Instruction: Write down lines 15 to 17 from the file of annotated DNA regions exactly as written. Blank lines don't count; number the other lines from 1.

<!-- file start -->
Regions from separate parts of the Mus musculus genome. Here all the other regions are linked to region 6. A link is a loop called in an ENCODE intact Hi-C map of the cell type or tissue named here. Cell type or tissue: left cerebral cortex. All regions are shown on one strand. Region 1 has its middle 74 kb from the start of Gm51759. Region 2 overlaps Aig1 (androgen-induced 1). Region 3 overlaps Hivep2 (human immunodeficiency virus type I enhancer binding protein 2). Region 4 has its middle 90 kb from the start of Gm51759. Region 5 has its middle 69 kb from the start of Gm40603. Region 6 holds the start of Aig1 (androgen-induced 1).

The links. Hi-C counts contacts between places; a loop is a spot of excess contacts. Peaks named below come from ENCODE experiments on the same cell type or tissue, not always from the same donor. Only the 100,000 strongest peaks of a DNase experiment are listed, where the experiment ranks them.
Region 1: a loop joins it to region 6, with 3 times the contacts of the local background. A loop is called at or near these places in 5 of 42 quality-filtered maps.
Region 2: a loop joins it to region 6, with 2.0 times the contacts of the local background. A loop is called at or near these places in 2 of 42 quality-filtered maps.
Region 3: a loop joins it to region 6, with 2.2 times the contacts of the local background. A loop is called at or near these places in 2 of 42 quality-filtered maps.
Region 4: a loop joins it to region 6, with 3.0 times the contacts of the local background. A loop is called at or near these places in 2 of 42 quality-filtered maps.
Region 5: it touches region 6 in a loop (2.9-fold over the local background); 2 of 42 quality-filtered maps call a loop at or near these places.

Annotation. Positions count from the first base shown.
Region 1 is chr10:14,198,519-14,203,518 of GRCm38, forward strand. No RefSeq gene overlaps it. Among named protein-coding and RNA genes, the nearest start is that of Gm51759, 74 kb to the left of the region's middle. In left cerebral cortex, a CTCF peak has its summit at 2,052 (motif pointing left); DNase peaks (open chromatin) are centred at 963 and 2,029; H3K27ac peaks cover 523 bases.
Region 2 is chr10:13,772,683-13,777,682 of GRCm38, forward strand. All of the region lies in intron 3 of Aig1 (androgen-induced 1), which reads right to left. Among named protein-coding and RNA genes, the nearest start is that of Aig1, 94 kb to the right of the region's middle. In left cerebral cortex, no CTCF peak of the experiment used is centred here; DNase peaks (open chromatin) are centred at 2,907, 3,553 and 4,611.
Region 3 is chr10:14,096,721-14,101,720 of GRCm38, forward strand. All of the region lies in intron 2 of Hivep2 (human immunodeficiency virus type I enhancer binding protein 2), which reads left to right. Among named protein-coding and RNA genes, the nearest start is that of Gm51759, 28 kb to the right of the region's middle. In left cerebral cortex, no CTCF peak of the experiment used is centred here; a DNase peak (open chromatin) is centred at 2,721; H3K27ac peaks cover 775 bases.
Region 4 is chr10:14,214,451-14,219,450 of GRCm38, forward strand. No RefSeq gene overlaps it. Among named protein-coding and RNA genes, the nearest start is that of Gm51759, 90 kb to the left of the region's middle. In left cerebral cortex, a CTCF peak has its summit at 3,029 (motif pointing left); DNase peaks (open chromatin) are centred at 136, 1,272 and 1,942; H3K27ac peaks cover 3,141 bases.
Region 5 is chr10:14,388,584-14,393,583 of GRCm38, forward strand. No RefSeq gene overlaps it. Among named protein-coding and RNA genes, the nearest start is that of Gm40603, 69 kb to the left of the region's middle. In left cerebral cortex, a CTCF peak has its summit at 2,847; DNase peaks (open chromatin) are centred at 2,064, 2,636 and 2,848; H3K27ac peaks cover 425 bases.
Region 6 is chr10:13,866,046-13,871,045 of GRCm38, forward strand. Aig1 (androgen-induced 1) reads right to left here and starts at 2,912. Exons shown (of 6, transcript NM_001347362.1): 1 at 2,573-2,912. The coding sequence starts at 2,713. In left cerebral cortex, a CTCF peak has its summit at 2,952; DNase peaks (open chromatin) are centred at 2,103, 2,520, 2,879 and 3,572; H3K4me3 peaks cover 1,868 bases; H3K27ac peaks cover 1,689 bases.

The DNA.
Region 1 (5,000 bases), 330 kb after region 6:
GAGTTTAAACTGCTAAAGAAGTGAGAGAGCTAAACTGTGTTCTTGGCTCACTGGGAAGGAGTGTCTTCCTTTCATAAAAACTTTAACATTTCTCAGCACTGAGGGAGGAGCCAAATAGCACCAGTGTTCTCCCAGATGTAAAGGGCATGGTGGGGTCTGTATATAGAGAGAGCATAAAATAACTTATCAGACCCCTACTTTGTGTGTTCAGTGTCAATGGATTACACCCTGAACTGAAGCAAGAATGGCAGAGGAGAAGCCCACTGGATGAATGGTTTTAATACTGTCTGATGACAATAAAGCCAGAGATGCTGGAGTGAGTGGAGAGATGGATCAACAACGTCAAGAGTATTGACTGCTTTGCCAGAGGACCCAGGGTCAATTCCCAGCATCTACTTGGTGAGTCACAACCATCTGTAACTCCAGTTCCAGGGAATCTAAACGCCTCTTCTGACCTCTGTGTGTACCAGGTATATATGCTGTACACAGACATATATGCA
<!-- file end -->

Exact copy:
The DNA.
Region 1 (5,000 bases), 330 kb after region 6:
GAGTTTAAACTGCTAAAGAAGTGAGAGAGCTAAACTGTGTTCTTGGCTCACTGGGAAGGAGTGTCTTCCTTTCATAAAAACTTTAACATTTCTCAGCACTGAGGGAGGAGCCAAATAGCACCAGTGTTCTCCCAGATGTAAAGGGCATGGTGGGGTCTGTATATAGAGAGAGCATAAAATAACTTATCAGACCCCTACTTTGTGTGTTCAGTGTCAATGGATTACACCCTGAACTGAAGCAAGAATGGCAGAGGAGAAGCCCACTGGATGAATGGTTTTAATACTGTCTGATGACAATAAAGCCAGAGATGCTGGAGTGAGTGGAGAGATGGATCAACAACGTCAAGAGTATTGACTGCTTTGCCAGAGGACCCAGGGTCAATTCCCAGCATCTACTTGGTGAGTCACAACCATCTGTAACTCCAGTTCCAGGGAATCTAAACGCCTCTTCTGACCTCTGTGTGTACCAGGTATATATGCTGTACACAGACATATATGCA